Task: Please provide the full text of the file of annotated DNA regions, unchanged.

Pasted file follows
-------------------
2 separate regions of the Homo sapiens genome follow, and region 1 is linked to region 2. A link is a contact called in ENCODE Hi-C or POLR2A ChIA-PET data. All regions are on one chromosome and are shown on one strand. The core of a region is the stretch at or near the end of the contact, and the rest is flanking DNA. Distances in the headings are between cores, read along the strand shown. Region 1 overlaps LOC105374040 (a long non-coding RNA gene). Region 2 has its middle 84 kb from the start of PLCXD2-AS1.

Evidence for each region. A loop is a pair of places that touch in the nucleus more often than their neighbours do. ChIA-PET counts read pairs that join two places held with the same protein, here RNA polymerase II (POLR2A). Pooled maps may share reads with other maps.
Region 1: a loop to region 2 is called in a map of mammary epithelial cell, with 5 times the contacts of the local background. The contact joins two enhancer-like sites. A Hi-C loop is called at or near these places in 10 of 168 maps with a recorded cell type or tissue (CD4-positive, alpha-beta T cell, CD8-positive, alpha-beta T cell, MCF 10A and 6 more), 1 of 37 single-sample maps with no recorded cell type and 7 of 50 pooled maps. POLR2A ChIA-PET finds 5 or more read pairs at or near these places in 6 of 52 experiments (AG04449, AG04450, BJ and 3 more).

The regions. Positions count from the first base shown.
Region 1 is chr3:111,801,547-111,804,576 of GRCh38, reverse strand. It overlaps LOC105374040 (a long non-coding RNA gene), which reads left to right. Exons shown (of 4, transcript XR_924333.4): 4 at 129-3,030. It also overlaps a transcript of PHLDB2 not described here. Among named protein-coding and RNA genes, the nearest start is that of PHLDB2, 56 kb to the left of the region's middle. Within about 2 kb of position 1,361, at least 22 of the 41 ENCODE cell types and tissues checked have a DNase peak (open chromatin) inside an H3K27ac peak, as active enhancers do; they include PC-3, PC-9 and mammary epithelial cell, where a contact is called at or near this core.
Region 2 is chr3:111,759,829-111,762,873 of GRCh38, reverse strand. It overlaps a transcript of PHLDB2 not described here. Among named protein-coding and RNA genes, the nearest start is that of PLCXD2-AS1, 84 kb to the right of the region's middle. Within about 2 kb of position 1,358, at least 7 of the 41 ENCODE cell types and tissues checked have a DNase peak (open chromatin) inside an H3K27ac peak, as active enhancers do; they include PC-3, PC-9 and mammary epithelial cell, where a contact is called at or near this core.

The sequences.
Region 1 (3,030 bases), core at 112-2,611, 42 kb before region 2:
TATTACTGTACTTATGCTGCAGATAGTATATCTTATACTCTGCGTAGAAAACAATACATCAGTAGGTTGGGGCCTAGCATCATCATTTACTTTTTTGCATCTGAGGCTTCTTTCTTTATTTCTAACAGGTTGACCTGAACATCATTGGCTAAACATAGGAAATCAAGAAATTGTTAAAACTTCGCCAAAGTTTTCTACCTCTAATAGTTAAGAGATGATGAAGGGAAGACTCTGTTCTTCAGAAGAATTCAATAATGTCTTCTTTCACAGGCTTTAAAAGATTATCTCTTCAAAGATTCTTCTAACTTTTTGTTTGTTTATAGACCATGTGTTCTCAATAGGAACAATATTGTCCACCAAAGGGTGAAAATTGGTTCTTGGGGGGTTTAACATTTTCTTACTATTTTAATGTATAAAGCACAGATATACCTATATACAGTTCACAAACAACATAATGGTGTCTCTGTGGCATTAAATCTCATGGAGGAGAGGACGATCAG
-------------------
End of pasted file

2 separate regions of the Homo sapiens genome follow, and region 1 is linked to region 2. A link is a contact called in ENCODE Hi-C or POLR2A ChIA-PET data. All regions are on one chromosome and are shown on one strand. The core of a region is the stretch at or near the end of the contact, and the rest is flanking DNA. Distances in the headings are between cores, read along the strand shown. Region 1 overlaps LOC105374040 (a long non-coding RNA gene). Region 2 has its middle 84 kb from the start of PLCXD2-AS1.

Evidence for each region. A loop is a pair of places that touch in the nucleus more often than their neighbours do. ChIA-PET counts read pairs that join two places held with the same protein, here RNA polymerase II (POLR2A). Pooled maps may share reads with other maps.
Region 1: a loop to region 2 is called in a map of mammary epithelial cell, with 5 times the contacts of the local background. The contact joins two enhancer-like sites. A Hi-C loop is called at or near these places in 10 of 168 maps with a recorded cell type or tissue (CD4-positive, alpha-beta T cell, CD8-positive, alpha-beta T cell, MCF 10A and 6 more), 1 of 37 single-sample maps with no recorded cell type and 7 of 50 pooled maps. POLR2A ChIA-PET finds 5 or more read pairs at or near these places in 6 of 52 experiments (AG04449, AG04450, BJ and 3 more).

The regions. Positions count from the first base shown.
Region 1 is chr3:111,801,547-111,804,576 of GRCh38, reverse strand. It overlaps LOC105374040 (a long non-coding RNA gene), which reads left to right. Exons shown (of 4, transcript XR_924333.4): 4 at 129-3,030. It also overlaps a transcript of PHLDB2 not described here. Among named protein-coding and RNA genes, the nearest start is that of PHLDB2, 56 kb to the left of the region's middle. Within about 2 kb of position 1,361, at least 22 of the 41 ENCODE cell types and tissues checked have a DNase peak (open chromatin) inside an H3K27ac peak, as active enhancers do; they include PC-3, PC-9 and mammary epithelial cell, where a contact is called at or near this core.
Region 2 is chr3:111,759,829-111,762,873 of GRCh38, reverse strand. It overlaps a transcript of PHLDB2 not described here. Among named protein-coding and RNA genes, the nearest start is that of PLCXD2-AS1, 84 kb to the right of the region's middle. Within about 2 kb of position 1,358, at least 7 of the 41 ENCODE cell types and tissues checked have a DNase peak (open chromatin) inside an H3K27ac peak, as active enhancers do; they include PC-3, PC-9 and mammary epithelial cell, where a contact is called at or near this core.

The sequences.
Region 1 (3,030 bases), core at 112-2,611, 42 kb before region 2:
TATTACTGTACTTATGCTGCAGATAGTATATCTTATACTCTGCGTAGAAAACAATACATCAGTAGGTTGGGGCCTAGCATCATCATTTACTTTTTTGCATCTGAGGCTTCTTTCTTTATTTCTAACAGGTTGACCTGAACATCATTGGCTAAACATAGGAAATCAAGAAATTGTTAAAACTTCGCCAAAGTTTTCTACCTCTAATAGTTAAGAGATGATGAAGGGAAGACTCTGTTCTTCAGAAGAATTCAATAATGTCTTCTTTCACAGGCTTTAAAAGATTATCTCTTCAAAGATTCTTCTAACTTTTTGTTTGTTTATAGACCATGTGTTCTCAATAGGAACAATATTGTCCACCAAAGGGTGAAAATTGGTTCTTGGGGGGTTTAACATTTTCTTACTATTTTAATGTATAAAGCACAGATATACCTATATACAGTTCACAAACAACATAATGGTGTCTCTGTGGCATTAAATCTCATGGAGGAGAGGACGATCAG